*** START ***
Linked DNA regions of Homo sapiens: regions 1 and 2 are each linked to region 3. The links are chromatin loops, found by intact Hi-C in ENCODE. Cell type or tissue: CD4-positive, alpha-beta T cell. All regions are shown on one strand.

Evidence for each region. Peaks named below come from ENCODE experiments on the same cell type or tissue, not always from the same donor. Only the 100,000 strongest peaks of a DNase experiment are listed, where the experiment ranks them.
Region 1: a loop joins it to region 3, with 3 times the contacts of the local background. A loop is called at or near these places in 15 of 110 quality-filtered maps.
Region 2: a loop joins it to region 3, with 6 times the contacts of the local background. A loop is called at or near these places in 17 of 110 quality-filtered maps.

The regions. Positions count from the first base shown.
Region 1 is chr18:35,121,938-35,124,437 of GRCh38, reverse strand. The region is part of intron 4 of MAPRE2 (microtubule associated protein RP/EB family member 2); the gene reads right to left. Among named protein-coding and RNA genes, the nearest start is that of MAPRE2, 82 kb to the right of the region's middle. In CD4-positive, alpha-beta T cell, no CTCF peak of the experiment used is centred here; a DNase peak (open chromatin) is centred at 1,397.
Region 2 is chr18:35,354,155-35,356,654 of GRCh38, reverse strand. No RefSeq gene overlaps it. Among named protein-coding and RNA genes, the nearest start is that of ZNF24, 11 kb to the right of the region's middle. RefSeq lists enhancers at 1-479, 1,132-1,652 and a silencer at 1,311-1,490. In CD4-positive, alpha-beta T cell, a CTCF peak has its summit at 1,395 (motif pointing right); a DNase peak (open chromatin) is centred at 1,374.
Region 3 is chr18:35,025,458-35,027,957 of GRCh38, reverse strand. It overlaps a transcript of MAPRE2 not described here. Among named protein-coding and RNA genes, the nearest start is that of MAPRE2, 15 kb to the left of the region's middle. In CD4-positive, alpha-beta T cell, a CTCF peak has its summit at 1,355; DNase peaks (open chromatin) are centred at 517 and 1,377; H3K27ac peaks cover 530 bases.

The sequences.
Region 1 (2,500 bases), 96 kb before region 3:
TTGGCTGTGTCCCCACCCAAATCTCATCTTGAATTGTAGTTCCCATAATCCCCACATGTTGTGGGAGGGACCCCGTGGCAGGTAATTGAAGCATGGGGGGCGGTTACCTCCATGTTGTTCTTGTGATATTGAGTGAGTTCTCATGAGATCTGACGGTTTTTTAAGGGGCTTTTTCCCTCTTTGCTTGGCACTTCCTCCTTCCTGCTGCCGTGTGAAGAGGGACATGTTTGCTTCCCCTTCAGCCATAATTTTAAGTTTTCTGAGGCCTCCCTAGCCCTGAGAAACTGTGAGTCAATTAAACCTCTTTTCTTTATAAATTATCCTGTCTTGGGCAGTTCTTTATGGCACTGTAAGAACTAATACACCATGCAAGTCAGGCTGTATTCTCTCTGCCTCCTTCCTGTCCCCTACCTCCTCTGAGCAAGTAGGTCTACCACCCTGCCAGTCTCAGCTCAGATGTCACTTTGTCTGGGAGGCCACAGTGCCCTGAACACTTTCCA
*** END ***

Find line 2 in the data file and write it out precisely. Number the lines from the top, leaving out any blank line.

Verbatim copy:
Evidence for each region. Peaks named below come from ENCODE experiments on the same cell type or tissue, not always from the same donor. Only the 100,000 strongest peaks of a DNase experiment are listed, where the experiment ranks them.